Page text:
Nationalists in Armenia Form New Movement


Armenian opposition groups, which two years ago became the first nationalists to challenge the Communist Party openly in the Soviet Union, formed a new nationalist movement here Sunday with the aim of sweeping the forthcoming local elections and ousting the party from power.

Delegates to the Founding Congress of the Armenian All-National Movement adopted a constitution and program intended, as one speaker declared, to “enable the people to impose democracy on the party.”

Leaders of the new organization said they will attempt to translate into real political power the strongly nationalist appeals that regularly brought more than half a million people into the streets of Yerevan to demand the reunification with Armenia of Nagorno-Karabakh. The latter is a disputed enclave of Christian Armenians in Muslim Azerbaijan, a neighboring southern Soviet republic.


For many at the congress, the movement’s ultimate goal is independence for Armenia, but its political program left the question of succession to the future, preferring to focus first on fundamental political and economic changes within Soviet Armenia.

“The people living in Nagorno-Karabakh have decided that they cannot continue living as they have for the past 70 years, and today we have made the same decision for all Armenia,” said David Vardanyan, a member of the militant Karabakh Committee, which organized the mass protest.

“What we have done today is create a powerful, unified organization, one that is both broader and with greater depth in the community, to struggle for our national liberation. We expect it to give a big new impetus to that struggle.”

The organizers of the new movement, made up of 10 constituent groups, are attempting to develop the mass of support that the Karabakh Committee had in its rallies and general strikes into a national or popular front. Similar groups have been formed in the past year in other Soviet republics, where some now rival the Communist Party in influence.

The potential power of the Armenian All-National Movement was evident when Suren Arutunyan, first secretary of the Armenian Communist Party, addressed the opening session Saturday, pledging to work with the movement to achieve a program of national goals.

Describing Armenia as a common motherland and a common heritage, Arutunyan won wide support with an appeal that the party and government work together with the Armenian All-National Movement on their common goals.


And in a remarkable gesture of good will directed not only at the new organization but also to the Communist Party’s longtime opponents, Arutunyan called--to the cheers of the delegates--for a change in official attitudes toward the Tashnak Party. The Communists ousted this party from power in 1921 and have since castigated it as “anti-revolutionary, anti-Communist and anti-Soviet.”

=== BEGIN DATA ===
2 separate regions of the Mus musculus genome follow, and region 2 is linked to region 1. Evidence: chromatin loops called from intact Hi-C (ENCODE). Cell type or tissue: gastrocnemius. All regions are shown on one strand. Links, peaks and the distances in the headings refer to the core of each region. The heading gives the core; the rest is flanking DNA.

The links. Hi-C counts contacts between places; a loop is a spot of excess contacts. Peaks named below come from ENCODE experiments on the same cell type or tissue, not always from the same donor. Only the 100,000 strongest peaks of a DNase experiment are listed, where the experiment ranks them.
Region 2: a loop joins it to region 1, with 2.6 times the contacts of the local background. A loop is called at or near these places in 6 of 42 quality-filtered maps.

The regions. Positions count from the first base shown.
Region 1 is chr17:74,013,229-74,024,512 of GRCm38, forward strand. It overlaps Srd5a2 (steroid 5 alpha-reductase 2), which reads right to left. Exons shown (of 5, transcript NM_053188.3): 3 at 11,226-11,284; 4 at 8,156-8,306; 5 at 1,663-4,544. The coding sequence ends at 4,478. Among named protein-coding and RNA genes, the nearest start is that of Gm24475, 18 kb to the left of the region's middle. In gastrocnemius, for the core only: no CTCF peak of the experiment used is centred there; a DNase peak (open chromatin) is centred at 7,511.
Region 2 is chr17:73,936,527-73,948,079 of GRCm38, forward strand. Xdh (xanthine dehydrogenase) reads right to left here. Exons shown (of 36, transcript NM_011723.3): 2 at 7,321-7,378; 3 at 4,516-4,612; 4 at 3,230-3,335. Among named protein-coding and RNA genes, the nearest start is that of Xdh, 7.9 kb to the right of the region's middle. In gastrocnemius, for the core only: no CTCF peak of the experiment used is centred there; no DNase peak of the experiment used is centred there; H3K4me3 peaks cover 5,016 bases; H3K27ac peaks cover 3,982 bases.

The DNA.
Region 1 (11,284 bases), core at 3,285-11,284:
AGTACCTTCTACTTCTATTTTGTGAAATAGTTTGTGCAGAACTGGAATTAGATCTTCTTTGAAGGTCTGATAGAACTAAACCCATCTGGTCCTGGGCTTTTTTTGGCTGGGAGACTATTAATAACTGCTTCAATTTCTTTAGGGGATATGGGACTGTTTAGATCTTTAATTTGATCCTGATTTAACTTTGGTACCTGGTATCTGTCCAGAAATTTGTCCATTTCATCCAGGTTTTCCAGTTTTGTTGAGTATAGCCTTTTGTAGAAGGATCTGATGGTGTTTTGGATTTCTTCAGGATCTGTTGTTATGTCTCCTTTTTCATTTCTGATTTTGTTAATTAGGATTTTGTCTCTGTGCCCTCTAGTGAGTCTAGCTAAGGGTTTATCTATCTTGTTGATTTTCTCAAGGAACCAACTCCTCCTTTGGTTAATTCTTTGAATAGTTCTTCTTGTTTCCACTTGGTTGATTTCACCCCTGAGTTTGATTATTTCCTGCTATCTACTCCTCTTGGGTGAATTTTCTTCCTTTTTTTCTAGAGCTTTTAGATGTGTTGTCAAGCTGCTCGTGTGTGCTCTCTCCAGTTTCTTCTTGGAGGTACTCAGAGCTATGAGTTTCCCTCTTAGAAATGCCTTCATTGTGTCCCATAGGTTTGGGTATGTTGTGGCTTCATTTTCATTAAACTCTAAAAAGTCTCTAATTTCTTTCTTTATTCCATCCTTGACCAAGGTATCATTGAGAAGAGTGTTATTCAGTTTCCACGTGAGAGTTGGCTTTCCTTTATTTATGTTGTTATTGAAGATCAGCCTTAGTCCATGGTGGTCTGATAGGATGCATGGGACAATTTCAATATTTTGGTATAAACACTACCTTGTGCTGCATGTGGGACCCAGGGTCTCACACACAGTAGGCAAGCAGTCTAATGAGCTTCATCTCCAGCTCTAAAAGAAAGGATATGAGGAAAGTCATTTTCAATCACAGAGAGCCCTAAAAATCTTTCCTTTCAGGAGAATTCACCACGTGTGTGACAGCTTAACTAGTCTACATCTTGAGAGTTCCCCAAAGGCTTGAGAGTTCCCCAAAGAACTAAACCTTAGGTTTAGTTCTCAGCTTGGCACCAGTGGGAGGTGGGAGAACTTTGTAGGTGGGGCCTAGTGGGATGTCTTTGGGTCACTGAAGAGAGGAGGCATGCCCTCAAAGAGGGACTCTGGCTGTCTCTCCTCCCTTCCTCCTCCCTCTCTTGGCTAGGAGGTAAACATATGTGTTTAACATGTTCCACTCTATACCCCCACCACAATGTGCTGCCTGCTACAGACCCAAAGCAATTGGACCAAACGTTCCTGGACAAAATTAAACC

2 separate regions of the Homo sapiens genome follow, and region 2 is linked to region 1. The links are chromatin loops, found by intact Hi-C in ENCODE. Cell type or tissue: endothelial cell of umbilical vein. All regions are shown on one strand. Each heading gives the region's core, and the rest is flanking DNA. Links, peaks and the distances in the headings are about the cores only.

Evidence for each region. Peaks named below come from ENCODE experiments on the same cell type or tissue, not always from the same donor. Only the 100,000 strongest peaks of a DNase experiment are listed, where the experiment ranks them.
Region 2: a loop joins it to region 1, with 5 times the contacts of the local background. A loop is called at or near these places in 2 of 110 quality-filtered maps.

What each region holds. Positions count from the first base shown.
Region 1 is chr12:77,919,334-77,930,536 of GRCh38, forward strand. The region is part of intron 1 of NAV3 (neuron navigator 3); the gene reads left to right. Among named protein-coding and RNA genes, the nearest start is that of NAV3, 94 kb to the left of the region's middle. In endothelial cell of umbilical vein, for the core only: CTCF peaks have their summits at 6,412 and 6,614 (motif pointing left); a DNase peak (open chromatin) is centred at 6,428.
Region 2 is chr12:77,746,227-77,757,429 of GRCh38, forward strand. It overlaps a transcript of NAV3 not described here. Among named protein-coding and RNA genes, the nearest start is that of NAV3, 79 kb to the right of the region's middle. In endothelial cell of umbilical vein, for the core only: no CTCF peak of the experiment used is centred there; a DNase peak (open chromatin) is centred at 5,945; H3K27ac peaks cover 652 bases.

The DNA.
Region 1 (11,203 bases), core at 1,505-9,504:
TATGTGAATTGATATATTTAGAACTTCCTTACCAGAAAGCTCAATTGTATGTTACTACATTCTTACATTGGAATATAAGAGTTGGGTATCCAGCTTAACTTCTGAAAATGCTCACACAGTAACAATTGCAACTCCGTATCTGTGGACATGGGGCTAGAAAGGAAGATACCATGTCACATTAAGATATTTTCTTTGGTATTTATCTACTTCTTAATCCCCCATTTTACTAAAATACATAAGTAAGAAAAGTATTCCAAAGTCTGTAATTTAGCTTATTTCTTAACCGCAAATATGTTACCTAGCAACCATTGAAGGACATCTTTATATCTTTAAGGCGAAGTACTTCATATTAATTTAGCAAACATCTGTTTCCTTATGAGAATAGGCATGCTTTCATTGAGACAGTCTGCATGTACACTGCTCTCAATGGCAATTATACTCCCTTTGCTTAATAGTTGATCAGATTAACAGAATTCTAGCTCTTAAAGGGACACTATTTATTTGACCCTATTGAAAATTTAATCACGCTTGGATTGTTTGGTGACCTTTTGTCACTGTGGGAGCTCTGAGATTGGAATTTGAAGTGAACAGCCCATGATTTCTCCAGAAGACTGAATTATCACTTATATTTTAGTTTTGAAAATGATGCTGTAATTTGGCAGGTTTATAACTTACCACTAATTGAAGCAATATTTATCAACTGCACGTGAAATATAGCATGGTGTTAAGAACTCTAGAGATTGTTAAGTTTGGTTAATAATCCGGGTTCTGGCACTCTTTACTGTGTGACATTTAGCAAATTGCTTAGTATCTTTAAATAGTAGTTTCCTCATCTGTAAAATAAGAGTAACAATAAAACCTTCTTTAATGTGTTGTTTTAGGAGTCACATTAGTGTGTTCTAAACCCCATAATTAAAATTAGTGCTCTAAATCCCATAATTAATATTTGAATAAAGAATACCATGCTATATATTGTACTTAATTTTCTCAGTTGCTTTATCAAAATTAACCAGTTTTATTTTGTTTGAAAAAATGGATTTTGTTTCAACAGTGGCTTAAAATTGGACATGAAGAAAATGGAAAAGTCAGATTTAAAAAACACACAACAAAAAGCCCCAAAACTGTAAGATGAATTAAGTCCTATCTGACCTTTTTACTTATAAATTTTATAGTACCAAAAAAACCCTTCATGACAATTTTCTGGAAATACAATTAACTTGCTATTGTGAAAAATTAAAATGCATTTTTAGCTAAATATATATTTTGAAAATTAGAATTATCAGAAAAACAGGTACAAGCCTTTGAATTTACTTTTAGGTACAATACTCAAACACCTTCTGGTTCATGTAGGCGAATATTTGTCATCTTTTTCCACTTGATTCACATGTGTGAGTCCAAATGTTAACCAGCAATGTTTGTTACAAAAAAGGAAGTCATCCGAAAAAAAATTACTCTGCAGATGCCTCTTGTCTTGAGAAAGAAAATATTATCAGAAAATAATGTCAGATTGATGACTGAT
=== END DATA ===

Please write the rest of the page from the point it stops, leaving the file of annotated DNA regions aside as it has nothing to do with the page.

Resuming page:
Although its leaders and members have long been in exile, the Tashnak Party retains a following among many Armenians here as a truly nationalist alternative to Communist rule. Arutunyan’s conciliatory declaration appears to open the way for a new pluralism in Armenian politics, probably including a multi-party system in the future.

“This is a great event, a turning point in Armenian history,” Prof. Harkop Harkopian, a historian and political commentator, said. “This congress is one of the highest expressions of democracy we have had.

“The Karabakh movement has now become a national liberation movement for Armenia,” Harkopian said. “It is gathering all Armenians here in Soviet Armenia, in the internal Diaspora around the Soviet Union and in the external Diaspora abroad. . . . We are finally recognizing that we have so many problems that we cannot divide our forces as we have, that the goals are common for all of us.”

In terms of its program, the Armenian All-National Movement will seek to unite the often-fractious political and community groups within Armenia and among Armenians abroad to win the elections to be held Feb. 25 and establish what it calls a “true national government” in which the Communist Party would be just one component.

The program calls for far greater political and economic autonomy for Armenia, the negotiation of a new treaty between the central Soviet government and the republic on its authority, the drafting of a new Armenian constitution and the review of all federal laws as they apply in Armenia.


Other elements in the program include forming a market economy here, return of land to farmers, closure or transfer of industrial plants that threaten the environment, full freedom for the Armenian Apostolic Church and the restoration of old Armenian holidays and tradition in public life.

Many at the congress felt these goals fell far short of popular aspirations and urged that the new organization’s focus be on Armenian independence.

“We have no clear-cut idea of achieving independence in the nearest future,” a delegate from the embattled region of Nagorno-Karabakh said. “We should proceed step by step, but that should include the idea of independence. If we can clarify this, then there will be great unity, much strength and no division.”

But the rivalries that have divided Armenians for nearly a century were all evident on Sunday, as the delegates quarreled endlessly over the wording of the new movement’s constitution, its rules and its program.

Some of the disputes revolved around basic issues, including independence as a goal, but others focused on who would run the organization and what authority they would have.

“What you see is a kindergarten of politics,” one delegate observed, apologizing for the angry shouting in which the congress moved slowly forward. “For 70 years--those are the years of Soviet rule here--we have been deprived of the right to speak our minds and make our own decisions, and now politics proceeds as if it was almost a barroom brawl.”